Monday Morning Critic – 12.14

On tap this week:
Jersey Shore….really?
— Getting a little Red on the indie scene
— The Delayed Nut Punch and other twists
And slightly much more!

I used to think that crap like the The Hills was perhaps the worst thing humanity could come up with. And then came Jersey Shore. I just keep thinking that there’s no way MTV can go from being a channel about music to being a documentary about the decline of western civilization.

When the final epitaph for Western Civ is written, it’ll be a movie. And it’ll start out with “Mike the Situation” talking. But then again, thoughts like this kept me out of the good colleges.

Random Thoughts of the Week

If you haven’t seen Up in the Air yet, you should, because it has one of the most awesome twist endings ever. And it got me thinking: we need to come up with a classification for various twists. So I decided we need one, the unofficial “Kubryk Twist Classification System” if you will.

The ‘Irritation’ Twist – When the logical build up is thrown away for a cutesy twist, like the main character really is the killer despite all the evidence that the butler did it.
ExampleHigh Tension

The ‘Ha ha ha, you paid money for this’ Twist – When all hope is lost, out comes a twist that just undermines the entire movie. Like when all hope is lost, a quick flashback that says “we planned it all along” and Deus ex Machina later you have a happy ending.
ExampleOcean’s Twelve

The Delayed Nut Punch – When you know how a film is going to end, as it’s telegraphed early on, but when it does happen it’s so well done you have to admire it.
ExampleUp in the Air

The ‘Happy Ending’ – When a film should end in a dark, ominous way and has to pull a 180 to send the audience home.
ExampleClick

The Stupid Twist – A twist you see coming because it’s perhaps the stupidest thing a film can do to try and be entertaining.
ExampleRighteous Kill

That’s all I can think of for the moment.

A Movie A Week – The Challenge

This Week’s DVD – Red

dvdcover

Travis Leamons and I are amongst the few who get “For your Consideration” screeners on a regular basis. For those not in the know, studios send out freebies to promote their films during the “Prestige” season. I have a box full of ‘em from the last couple years. What I also get are random indie movie-makers who send me stuff, or want to send me stuff, so they can get publicity. With the cheapening of technology, everyone who ever wanted to make a film well…can make the film. Mike Noyes has spent years working on a film he did during his M.F.A that has some promise to it; Paranormal Activity was made by a couple people with nothing more then a rented house, a camera and some ‘70s special effects.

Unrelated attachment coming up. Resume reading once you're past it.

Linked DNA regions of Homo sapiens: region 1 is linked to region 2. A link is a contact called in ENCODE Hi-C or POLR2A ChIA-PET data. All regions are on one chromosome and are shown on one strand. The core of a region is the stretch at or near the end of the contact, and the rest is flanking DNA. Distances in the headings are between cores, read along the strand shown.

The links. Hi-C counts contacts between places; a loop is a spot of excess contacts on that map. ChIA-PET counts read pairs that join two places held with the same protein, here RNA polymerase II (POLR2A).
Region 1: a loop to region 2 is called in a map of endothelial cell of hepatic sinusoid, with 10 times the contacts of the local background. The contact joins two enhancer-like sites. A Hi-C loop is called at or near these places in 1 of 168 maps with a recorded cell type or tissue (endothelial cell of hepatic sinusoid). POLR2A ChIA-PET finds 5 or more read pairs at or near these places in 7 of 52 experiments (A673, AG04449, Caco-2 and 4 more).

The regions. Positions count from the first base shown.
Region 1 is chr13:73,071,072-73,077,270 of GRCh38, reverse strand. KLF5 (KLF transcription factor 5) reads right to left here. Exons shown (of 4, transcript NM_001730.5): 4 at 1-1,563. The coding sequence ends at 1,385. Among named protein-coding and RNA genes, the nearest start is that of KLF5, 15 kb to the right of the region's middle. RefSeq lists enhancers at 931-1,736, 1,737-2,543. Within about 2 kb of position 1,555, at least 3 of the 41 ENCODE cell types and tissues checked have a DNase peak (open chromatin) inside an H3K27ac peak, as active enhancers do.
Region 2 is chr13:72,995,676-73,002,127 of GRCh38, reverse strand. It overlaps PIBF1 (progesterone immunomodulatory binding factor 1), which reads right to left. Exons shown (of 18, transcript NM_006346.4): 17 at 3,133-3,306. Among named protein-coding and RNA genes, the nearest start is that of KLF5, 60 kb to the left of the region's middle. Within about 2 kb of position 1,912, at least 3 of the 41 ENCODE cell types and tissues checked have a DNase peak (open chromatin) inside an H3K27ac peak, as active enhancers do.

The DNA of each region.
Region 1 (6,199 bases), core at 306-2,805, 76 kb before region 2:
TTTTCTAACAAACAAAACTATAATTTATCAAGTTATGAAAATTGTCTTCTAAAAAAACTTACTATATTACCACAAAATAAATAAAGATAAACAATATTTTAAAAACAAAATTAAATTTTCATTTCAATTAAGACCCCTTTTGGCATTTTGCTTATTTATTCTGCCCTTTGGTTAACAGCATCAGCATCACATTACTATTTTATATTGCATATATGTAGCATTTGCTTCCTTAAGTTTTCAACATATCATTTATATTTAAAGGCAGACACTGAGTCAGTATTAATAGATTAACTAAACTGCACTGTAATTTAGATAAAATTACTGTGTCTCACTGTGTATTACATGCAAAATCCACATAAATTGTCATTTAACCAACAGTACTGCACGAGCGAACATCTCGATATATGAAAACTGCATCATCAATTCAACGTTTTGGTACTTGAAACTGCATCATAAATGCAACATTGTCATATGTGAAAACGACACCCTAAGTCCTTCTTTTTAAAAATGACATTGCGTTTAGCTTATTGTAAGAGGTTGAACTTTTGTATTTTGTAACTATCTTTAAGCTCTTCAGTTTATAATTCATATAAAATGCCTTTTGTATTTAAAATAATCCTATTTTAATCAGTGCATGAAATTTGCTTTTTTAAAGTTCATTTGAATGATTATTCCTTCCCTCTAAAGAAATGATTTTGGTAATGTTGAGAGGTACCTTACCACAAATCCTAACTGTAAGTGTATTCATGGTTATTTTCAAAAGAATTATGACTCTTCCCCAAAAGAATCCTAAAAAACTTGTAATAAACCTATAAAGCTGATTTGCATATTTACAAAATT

Red was sent to me by writer/director Nick Warnock, and is at this point a work in progress. Working on a full form picture starting spring 2010 (per the nice press release provided), this is at best what could be a short film. Much like Knuckle Draggers was from Murtz’s buddy Paul Alessi, Red comes from another one of Murtz’s professional buddies. One of the perks, I suppose, but that’s why I come with the big title. But Red has a hook that intrigued me: McCarthy era United States. It’s why I watched it, honestly.

Following the tale of a fallen FBI agent turned insurance investigator, turfed from the FBI for having Communist sympathies, he’s on to a fairly large case. A woman has filed a massive insurance claim upon the death of her husband and he has to figure out if it is or is not the murder for hire he thinks it is. And the more involved he gets, the more he begins to realize that his very life may be in danger. A short film now, apparently this is going to be made into a full length film.

It’s an interesting DVD box, I’ll give them that, but the film is just a dramatic version of The Experts. It’s a late ‘80s flick that was made during John Travolta’s years in decline and the film follows a similar path, but with “clever dialogue.” And hopefully if this film does go into full production it’ll get some of that because so far this isn’t very good. With a bad film sometimes you have to stop it part of the way and do something else; even for a film that doesn’t last longer then an episode of House I had to stop it multiple times.

And I feel for bad writing that, because obviously Nick and gang put their hearts into it, but this isn’t very good so far. It seems as if they’ve watched a lot of movies from this era and just cribbed dialogue, or just watched Brick and said “we could do that.”

Recommendation to avoid.

What Looks Good This Weekend, and I Don’t Mean the $2 Pints of Bass Ale and community college co-eds with low standards at the Alumni Club

Nine – The musical version of 8 ½, with Daniel Day-Lewis as Fellini.

See it – Quite good, saw it at a press screening a couple weeks ago. Well worth searching out.

Avatar – James Cameron is back.

Skip it – Welcome to a $300 million version of Tron, except crappier. Or you could rent Battle for Terra and save yourself a trip to the theatre.

Did you hear about the Morgans? – Hugh Grant and Sarah Jessica Parker go into witness protection and rediscover their love.

Skip it – Formulaic rom-com. I’ll spoil it for you, without having seen more then the trailer: they fall back together in love.

Do you have questions about movies, life, love, or Branigan’s Law? Shoot me an e-mail at Kubryk@Insidepulse.com and you could be featured in the next “Monday Morning Critic.” Include your name and hometown to improve your odds.

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